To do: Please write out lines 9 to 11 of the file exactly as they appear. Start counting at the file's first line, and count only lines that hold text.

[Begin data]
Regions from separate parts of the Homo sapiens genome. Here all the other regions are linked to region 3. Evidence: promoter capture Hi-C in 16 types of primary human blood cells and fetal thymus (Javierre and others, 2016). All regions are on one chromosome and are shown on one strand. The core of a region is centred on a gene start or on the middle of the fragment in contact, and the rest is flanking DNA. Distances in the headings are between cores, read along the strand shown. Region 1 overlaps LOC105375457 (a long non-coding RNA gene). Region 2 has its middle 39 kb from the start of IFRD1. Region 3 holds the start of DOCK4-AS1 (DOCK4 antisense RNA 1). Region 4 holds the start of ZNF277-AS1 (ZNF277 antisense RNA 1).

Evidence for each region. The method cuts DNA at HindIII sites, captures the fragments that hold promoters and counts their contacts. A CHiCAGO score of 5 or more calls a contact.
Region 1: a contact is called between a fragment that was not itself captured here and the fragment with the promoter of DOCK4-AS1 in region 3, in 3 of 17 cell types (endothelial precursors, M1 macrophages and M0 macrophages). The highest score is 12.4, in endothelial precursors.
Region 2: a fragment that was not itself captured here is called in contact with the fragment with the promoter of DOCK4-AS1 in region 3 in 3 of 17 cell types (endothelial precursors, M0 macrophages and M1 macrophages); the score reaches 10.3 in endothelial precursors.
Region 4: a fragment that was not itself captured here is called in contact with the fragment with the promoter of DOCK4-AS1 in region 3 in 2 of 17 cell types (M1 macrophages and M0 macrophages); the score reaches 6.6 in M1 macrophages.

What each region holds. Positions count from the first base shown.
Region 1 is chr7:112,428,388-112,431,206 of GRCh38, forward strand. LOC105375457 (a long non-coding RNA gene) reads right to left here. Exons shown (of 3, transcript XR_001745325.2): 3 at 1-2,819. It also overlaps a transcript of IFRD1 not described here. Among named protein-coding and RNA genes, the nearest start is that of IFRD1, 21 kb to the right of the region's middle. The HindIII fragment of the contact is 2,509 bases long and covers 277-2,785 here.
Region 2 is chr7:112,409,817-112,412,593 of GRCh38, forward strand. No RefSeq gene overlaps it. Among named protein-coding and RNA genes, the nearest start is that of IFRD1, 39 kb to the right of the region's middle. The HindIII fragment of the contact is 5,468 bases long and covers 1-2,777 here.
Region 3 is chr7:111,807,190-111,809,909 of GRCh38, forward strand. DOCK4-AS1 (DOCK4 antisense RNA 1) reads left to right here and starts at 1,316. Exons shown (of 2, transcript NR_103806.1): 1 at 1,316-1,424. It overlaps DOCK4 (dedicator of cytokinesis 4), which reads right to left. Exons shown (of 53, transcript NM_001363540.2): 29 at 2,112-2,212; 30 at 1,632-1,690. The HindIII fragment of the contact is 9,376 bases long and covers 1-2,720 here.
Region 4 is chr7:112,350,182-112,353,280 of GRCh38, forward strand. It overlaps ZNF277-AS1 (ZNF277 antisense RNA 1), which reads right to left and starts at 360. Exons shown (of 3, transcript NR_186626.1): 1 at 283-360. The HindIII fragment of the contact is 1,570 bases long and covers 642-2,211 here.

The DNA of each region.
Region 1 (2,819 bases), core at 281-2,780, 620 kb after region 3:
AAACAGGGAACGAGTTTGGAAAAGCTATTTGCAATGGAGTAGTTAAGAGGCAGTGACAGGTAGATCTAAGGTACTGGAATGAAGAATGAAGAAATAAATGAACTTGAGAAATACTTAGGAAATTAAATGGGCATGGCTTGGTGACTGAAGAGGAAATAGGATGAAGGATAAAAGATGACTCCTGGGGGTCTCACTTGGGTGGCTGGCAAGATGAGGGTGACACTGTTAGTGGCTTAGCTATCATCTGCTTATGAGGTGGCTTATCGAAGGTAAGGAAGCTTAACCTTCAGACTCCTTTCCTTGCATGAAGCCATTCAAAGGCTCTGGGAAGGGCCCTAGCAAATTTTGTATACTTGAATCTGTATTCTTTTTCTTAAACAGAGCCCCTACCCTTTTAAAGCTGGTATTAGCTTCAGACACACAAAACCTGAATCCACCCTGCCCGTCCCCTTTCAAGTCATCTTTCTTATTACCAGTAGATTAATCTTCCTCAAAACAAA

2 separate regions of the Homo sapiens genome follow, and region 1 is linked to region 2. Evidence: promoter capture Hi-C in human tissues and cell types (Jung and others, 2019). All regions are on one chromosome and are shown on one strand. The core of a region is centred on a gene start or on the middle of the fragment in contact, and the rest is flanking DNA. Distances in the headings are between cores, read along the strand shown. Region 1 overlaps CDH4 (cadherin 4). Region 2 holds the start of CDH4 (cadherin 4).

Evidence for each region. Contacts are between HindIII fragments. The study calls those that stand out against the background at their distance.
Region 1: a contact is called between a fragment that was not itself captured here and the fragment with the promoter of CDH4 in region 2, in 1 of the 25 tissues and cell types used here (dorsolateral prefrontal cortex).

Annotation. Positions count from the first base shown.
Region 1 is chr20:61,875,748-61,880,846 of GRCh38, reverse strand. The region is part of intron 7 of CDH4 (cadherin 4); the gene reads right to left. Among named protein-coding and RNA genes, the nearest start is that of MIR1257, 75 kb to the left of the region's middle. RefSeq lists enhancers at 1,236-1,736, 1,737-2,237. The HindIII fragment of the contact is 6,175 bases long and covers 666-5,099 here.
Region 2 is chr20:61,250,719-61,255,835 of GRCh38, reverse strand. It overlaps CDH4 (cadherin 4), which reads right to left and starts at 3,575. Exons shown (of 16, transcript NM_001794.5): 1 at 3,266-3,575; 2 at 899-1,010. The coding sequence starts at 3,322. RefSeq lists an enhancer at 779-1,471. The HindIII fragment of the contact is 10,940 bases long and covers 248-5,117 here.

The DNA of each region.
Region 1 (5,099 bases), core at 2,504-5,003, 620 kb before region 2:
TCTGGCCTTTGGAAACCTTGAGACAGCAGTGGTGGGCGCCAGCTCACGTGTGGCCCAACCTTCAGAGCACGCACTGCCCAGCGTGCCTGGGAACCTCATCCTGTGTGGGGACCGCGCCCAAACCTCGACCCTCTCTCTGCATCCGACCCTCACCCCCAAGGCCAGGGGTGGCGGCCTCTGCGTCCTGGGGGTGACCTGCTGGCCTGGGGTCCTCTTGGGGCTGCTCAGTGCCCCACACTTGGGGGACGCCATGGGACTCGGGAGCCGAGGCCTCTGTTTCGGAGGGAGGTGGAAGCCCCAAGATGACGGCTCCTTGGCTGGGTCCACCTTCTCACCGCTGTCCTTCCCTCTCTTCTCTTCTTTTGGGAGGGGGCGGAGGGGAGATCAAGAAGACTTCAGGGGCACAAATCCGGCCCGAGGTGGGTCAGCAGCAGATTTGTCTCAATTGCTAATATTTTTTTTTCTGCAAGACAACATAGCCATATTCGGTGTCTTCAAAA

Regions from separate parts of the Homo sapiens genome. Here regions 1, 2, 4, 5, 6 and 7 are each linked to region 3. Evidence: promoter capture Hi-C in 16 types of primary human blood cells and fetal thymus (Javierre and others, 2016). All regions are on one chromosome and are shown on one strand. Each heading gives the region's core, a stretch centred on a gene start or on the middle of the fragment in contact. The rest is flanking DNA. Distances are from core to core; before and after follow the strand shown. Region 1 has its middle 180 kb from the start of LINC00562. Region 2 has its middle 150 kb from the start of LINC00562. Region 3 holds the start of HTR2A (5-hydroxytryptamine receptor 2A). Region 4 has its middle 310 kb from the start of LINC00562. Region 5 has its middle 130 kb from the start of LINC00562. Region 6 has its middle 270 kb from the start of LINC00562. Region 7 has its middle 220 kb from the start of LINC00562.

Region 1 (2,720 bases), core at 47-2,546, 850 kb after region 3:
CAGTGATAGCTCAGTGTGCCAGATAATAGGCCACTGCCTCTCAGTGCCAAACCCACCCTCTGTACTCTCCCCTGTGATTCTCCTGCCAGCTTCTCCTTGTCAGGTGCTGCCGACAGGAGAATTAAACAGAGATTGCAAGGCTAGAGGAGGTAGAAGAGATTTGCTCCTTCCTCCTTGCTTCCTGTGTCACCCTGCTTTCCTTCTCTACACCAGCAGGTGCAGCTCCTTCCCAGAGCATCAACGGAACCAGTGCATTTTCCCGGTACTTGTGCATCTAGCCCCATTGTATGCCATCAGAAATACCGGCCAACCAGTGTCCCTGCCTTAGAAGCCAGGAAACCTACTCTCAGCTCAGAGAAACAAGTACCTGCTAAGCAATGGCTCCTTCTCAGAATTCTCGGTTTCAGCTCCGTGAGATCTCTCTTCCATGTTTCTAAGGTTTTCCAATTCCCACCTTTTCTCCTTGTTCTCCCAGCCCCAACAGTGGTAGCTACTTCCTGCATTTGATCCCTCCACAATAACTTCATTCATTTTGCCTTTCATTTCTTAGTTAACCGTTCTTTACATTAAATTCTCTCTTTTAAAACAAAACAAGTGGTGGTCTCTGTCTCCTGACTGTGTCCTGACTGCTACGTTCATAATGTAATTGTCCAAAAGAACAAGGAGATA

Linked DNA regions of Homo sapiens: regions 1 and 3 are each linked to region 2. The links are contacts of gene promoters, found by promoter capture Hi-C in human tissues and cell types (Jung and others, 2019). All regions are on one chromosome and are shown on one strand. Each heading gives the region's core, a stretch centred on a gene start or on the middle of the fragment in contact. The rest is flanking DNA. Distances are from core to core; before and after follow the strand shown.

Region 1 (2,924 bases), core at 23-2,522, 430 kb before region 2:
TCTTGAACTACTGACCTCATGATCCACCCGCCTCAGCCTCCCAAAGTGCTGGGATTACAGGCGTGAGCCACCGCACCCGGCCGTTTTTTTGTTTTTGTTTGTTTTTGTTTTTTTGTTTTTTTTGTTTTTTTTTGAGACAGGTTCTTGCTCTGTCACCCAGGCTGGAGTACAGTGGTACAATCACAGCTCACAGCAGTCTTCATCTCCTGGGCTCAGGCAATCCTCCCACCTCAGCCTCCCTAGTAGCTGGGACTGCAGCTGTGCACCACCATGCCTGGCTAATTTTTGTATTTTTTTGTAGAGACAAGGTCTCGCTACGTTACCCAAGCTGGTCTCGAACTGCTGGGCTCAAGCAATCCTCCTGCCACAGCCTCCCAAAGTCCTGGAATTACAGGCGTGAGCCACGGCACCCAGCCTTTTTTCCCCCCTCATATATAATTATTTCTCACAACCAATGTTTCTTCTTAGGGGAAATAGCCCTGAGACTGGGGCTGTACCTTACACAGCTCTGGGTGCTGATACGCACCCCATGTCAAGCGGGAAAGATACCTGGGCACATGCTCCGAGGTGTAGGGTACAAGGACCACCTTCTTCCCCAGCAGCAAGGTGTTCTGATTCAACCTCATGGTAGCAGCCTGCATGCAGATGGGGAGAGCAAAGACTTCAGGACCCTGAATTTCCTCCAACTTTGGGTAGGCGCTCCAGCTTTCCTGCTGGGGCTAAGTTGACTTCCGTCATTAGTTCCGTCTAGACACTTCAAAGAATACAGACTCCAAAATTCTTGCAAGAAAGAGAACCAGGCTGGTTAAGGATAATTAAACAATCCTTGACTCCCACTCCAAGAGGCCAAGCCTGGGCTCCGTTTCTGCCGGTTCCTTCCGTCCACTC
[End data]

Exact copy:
Region 3 is chr7:111,807,190-111,809,909 of GRCh38, forward strand. DOCK4-AS1 (DOCK4 antisense RNA 1) reads left to right here and starts at 1,316. Exons shown (of 2, transcript NR_103806.1): 1 at 1,316-1,424. It overlaps DOCK4 (dedicator of cytokinesis 4), which reads right to left. Exons shown (of 53, transcript NM_001363540.2): 29 at 2,112-2,212; 30 at 1,632-1,690. The HindIII fragment of the contact is 9,376 bases long and covers 1-2,720 here.
Region 4 is chr7:112,350,182-112,353,280 of GRCh38, forward strand. It overlaps ZNF277-AS1 (ZNF277 antisense RNA 1), which reads right to left and starts at 360. Exons shown (of 3, transcript NR_186626.1): 1 at 283-360. The HindIII fragment of the contact is 1,570 bases long and covers 642-2,211 here.

The DNA of each region.